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Composition over Inheritance

Inheritance

If you know basic OOP, you know what Inheritance is. When one class extends another, the child class inherits the parent class and thus the child class has access to all the variables and methods on the parent class.

class Duck:     speed = 30       def fly(self):         return "Flying at {} kmph".format(self.speed)     class MallardDuck(Duck):     speed = 20     if __name__ == "__main__":     duck = Duck()     print(duck.fly())       mallard = MallardDuck()     print(mallard.fly()) 

Here the MallardDuck extends Duck and inherits the speed class variable along with the fly method. We override the speed in the child class to suit our needs. When we call fly on the mallard duck, it uses the fly method inherited from the parent. If we run the above code, we will see the following output:

Flyingat 30 kmph Flyingat 20 kmph 

This is inheritance in a nutshell.

Composition

Let’s first see an example:

class GmailProvider:     def send(self, msg):         return "Sending `{}` using Gmail".format(msg)     class YahooMailProvider:     def send(self, msg):         return "Sending `{}` using Yahoo Mail!".format(msg)     class EmailClient:     email_provider = GmailProvider()          def setup(self):         return "Initialization and configurations"       def set_provider(self, provider):         self.email_provider = provider       def send_email(self, msg):         print(self.email_provider.send(msg))     client = EmailClient() client.setup()   client.send_email("Hello World!")   client.set_provider(YahooMailProvider()) client.send_email("Hello World!") 

Here we’re not implementing the email sending functionality directly inside the EmailClient . Rather, we’re storing a type of email provider in the email_provider variable and delegating the responsibility of sending the email to this provider. When we have to send_email , we call the send method on the email_provider . Thus we’re composing the functionality of the EmailClient by sticking composable objects together. We can also swap out the email provider any time we want, by passing it a new provider to the set_provider method.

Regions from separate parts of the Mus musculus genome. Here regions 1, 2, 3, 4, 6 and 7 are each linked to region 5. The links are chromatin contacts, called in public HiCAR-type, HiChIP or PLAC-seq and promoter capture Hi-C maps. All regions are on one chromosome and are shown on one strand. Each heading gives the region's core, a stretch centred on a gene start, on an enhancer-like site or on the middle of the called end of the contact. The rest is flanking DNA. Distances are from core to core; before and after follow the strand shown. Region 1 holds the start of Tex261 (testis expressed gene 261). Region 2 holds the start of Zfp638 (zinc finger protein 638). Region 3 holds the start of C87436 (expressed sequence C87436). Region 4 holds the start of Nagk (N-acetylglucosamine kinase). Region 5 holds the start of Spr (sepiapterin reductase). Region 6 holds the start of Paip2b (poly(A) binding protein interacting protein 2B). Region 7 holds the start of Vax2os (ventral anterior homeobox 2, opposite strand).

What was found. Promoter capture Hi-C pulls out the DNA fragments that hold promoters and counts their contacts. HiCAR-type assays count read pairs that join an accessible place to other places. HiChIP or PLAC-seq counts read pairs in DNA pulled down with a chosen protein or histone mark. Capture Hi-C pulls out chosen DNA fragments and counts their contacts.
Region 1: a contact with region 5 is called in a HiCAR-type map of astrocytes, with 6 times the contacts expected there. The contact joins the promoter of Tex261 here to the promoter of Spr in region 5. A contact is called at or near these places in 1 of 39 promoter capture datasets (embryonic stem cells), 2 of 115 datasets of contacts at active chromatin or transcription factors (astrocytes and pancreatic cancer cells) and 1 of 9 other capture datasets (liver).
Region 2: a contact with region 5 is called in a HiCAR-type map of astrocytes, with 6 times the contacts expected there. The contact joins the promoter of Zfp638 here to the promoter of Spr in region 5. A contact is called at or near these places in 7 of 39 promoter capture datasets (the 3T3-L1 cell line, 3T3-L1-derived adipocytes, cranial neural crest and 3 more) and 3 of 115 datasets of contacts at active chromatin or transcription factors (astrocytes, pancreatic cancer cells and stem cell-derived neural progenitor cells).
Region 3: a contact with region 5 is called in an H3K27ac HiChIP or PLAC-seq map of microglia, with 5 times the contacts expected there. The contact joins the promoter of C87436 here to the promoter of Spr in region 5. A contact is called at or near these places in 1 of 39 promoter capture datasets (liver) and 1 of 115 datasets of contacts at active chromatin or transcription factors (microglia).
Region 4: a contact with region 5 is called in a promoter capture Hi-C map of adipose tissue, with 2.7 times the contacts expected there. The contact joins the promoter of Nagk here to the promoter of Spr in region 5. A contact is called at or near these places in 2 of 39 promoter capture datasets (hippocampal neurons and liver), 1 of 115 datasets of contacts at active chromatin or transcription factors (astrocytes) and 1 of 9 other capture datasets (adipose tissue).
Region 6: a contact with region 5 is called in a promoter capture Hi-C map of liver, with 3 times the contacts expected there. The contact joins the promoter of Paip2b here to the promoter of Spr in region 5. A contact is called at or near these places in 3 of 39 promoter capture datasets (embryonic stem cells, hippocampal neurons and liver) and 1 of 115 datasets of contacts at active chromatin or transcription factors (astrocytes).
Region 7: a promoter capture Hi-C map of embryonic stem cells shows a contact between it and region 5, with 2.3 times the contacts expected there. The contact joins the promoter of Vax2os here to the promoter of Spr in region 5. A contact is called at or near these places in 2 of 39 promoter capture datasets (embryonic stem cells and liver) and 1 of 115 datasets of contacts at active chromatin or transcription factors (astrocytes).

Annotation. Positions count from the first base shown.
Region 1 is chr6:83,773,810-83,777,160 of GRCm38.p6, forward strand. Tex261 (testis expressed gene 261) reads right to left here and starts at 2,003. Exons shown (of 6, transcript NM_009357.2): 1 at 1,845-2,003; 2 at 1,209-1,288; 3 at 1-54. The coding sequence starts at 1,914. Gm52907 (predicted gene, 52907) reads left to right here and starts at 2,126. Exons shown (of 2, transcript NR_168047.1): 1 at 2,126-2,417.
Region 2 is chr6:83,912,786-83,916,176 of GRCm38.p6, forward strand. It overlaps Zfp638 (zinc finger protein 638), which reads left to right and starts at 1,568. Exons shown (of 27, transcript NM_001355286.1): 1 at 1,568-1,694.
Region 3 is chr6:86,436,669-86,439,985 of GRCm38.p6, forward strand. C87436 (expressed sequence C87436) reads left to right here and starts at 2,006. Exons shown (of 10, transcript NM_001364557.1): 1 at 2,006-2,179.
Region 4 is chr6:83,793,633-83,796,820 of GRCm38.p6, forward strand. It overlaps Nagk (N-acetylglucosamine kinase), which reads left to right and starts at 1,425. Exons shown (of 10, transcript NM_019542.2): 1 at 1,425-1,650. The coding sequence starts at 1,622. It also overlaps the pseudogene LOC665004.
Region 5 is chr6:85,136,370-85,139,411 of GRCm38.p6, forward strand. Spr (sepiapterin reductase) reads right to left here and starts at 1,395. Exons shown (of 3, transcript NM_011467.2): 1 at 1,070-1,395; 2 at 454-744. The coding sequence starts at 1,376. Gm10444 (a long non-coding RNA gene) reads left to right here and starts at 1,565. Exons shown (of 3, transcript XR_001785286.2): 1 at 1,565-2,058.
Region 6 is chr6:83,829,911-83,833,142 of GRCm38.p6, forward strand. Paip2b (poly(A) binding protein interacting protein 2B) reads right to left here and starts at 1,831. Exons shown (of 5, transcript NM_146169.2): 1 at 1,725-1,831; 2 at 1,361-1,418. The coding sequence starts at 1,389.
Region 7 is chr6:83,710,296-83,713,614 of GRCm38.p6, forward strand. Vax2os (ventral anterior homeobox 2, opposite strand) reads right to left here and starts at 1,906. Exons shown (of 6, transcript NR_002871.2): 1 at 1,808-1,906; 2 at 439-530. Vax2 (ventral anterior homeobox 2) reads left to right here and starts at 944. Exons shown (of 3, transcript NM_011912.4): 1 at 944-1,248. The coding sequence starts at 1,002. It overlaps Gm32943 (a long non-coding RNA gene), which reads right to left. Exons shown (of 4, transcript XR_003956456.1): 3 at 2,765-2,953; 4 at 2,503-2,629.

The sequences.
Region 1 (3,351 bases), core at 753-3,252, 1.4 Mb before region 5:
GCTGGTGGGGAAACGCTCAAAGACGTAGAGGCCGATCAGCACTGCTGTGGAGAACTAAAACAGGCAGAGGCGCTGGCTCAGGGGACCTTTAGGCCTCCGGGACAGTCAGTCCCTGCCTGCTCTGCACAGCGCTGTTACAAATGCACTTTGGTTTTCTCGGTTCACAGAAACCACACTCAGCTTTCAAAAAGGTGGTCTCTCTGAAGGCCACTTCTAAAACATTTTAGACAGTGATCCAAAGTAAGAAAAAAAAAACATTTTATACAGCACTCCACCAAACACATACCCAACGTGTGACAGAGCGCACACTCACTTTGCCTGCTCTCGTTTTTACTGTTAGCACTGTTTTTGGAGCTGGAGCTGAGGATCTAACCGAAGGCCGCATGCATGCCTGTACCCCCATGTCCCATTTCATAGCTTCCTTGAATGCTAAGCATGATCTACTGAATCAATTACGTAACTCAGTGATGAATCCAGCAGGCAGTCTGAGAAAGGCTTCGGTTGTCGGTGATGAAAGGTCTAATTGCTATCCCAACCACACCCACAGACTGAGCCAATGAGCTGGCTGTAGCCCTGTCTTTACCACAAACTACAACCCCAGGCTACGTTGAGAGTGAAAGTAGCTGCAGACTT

Composition over Inheritance

Let’s implement the above EmailClient using inheritance.

class EmailClient:     def setup(self):         return "Initializions and configurations!"       def send_email(self, msg):         raise NotImplementedError("Use a subclass!")     class GmailClient(EmailClient):     def send_email(self, msg):         return "Sending `{}` from Gmail Client".format(msg)     class YahooMailClient(EmailClient):     def send_email(self, msg):         return "Sending `{}` from YMail! Client".format(msg)     client = GmailClient() client.setup()   client.send_email("Hello!")   # If we want to send using Yahoo, we have to construct a new client   yahoo_client = YahooMailClient() yahoo_client.setup()   yahoo_client.send_email("Hello!") 

Here, we created a base class EmailClient which has the setup method. Then we extended the class to create GmailClient and YahooMailClient . Things got interesting when we wanted to start sending emails using Yahoo instead of Gmail. We had to create a new instance of YahooMailClient for that purpose. The initially created client was no longer useful for us since it only knows how to send emails through Gmail.

This is why composition is often favoured over inheritance. By delegating the responsibility to the different composable parts, we form lose coupling. We can swap out those components easily when needed. We can also inject them as dependencies using dependency injection. But with inheritance, things get tightly coupled and not easily swappable.

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